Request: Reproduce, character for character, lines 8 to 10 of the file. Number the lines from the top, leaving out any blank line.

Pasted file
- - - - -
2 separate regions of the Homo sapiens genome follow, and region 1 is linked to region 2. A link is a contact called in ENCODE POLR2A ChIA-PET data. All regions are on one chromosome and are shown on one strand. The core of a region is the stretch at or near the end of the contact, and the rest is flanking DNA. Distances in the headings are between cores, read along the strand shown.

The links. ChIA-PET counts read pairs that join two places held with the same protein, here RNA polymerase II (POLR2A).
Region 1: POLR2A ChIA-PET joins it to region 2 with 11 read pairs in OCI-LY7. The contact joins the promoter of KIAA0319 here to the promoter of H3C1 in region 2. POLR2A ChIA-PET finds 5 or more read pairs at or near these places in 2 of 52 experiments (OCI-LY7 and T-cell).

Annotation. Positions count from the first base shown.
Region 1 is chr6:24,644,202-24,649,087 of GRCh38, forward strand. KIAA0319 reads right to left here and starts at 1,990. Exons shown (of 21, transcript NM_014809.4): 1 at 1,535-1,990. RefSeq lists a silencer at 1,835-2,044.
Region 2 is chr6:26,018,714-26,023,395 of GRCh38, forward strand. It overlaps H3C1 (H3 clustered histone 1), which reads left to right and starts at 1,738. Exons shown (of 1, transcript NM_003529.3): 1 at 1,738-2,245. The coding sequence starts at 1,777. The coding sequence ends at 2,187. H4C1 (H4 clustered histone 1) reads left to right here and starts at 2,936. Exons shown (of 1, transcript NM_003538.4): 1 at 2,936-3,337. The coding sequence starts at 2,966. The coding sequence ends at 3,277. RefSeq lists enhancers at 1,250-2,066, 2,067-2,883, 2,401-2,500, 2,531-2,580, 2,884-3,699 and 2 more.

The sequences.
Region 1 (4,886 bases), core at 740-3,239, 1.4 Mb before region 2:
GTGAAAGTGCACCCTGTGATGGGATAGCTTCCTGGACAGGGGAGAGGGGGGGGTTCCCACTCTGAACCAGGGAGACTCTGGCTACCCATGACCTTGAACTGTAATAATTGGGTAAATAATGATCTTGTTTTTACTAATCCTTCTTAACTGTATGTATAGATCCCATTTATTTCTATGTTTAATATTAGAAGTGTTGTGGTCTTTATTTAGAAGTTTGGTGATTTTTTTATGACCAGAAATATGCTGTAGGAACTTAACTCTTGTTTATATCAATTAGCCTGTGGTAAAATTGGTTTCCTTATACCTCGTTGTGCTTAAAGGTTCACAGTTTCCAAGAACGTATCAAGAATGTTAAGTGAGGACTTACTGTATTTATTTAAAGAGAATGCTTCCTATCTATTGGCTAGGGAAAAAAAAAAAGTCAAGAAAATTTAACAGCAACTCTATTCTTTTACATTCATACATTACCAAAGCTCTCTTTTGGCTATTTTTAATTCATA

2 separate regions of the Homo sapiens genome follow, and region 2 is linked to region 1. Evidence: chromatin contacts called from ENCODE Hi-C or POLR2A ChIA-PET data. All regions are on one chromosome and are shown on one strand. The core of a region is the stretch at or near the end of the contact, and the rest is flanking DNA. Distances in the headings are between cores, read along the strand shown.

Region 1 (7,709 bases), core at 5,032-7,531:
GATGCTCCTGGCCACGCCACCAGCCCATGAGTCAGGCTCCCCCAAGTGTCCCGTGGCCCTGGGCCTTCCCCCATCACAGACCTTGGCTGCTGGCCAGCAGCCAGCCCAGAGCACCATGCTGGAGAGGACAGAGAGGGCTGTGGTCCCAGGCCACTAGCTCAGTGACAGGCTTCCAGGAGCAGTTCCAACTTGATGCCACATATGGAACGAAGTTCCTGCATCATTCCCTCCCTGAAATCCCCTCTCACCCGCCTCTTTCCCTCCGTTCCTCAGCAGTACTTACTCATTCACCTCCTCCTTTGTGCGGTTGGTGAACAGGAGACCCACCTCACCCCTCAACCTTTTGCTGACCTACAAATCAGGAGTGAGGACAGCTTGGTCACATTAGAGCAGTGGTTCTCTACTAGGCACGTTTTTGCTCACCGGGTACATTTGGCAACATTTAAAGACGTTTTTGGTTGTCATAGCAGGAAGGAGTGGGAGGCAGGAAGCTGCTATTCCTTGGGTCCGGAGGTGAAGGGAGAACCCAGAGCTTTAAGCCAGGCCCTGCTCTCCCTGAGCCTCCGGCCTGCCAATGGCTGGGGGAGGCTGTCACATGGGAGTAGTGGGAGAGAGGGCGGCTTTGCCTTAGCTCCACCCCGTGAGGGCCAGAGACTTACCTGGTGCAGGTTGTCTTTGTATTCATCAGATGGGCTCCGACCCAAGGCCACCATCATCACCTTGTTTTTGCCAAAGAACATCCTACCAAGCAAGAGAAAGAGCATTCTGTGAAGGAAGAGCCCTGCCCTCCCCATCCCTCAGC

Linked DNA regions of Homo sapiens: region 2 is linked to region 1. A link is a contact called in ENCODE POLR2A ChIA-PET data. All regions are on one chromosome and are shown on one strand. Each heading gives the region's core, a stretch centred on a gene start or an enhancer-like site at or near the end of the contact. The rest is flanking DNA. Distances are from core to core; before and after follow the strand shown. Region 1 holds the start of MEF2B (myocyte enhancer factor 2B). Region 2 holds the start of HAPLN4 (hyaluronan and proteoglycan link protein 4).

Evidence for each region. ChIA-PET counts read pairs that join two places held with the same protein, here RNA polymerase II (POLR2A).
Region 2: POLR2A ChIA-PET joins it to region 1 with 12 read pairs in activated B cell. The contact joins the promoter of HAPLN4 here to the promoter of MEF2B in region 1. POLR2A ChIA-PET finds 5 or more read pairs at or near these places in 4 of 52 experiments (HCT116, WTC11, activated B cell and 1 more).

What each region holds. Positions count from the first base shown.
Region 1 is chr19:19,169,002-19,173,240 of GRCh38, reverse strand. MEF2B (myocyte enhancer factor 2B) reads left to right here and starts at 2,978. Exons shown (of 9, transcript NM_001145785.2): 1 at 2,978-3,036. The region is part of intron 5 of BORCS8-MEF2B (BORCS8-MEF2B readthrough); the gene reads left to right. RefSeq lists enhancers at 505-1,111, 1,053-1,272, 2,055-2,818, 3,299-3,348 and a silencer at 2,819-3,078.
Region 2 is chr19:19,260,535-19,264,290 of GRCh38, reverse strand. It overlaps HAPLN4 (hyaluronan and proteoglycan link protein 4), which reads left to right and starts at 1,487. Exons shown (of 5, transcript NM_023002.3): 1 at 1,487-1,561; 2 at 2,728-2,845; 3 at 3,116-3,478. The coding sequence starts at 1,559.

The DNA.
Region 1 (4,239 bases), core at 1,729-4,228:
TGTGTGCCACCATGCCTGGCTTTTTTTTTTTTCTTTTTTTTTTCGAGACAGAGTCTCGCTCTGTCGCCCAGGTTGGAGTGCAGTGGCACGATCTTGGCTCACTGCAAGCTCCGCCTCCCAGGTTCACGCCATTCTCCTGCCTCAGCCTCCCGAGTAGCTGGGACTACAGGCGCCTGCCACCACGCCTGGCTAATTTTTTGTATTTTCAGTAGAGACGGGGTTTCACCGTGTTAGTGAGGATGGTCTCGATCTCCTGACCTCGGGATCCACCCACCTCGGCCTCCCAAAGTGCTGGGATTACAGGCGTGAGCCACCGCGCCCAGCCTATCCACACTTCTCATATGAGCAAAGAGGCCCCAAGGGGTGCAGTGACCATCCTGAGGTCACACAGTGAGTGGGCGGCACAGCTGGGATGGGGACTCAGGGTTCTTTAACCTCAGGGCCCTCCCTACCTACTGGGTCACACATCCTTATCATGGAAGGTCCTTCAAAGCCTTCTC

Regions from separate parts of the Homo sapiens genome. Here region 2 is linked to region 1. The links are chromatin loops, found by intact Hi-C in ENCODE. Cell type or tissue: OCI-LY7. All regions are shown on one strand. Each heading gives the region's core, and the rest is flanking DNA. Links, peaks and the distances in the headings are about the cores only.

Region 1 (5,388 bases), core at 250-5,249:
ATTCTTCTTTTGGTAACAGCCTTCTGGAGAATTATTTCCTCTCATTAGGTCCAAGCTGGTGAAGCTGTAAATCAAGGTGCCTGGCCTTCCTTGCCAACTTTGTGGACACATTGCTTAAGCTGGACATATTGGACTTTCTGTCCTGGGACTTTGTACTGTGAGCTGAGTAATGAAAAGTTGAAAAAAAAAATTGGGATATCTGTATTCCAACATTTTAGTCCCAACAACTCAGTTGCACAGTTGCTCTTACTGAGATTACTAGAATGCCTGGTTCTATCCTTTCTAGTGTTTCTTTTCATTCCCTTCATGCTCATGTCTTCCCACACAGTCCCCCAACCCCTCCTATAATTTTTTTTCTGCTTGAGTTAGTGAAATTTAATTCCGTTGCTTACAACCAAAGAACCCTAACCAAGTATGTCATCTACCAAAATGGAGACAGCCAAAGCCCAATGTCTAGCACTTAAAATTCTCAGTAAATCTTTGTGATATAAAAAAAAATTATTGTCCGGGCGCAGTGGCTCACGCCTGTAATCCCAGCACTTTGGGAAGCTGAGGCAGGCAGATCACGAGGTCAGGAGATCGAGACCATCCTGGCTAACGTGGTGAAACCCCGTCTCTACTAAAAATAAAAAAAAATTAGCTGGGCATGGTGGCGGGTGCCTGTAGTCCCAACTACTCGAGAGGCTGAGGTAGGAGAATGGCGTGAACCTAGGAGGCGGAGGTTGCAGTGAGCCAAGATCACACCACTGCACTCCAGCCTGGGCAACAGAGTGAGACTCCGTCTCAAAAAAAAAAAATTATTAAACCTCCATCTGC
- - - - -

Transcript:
Region 1 (4,886 bases), core at 740-3,239, 1.4 Mb before region 2:
GTGAAAGTGCACCCTGTGATGGGATAGCTTCCTGGACAGGGGAGAGGGGGGGGTTCCCACTCTGAACCAGGGAGACTCTGGCTACCCATGACCTTGAACTGTAATAATTGGGTAAATAATGATCTTGTTTTTACTAATCCTTCTTAACTGTATGTATAGATCCCATTTATTTCTATGTTTAATATTAGAAGTGTTGTGGTCTTTATTTAGAAGTTTGGTGATTTTTTTATGACCAGAAATATGCTGTAGGAACTTAACTCTTGTTTATATCAATTAGCCTGTGGTAAAATTGGTTTCCTTATACCTCGTTGTGCTTAAAGGTTCACAGTTTCCAAGAACGTATCAAGAATGTTAAGTGAGGACTTACTGTATTTATTTAAAGAGAATGCTTCCTATCTATTGGCTAGGGAAAAAAAAAAAGTCAAGAAAATTTAACAGCAACTCTATTCTTTTACATTCATACATTACCAAAGCTCTCTTTTGGCTATTTTTAATTCATA

2 separate regions of the Homo sapiens genome follow, and region 2 is linked to region 1. Evidence: chromatin contacts called from ENCODE Hi-C or POLR2A ChIA-PET data. All regions are on one chromosome and are shown on one strand. The core of a region is the stretch at or near the end of the contact, and the rest is flanking DNA. Distances in the headings are between cores, read along the strand shown.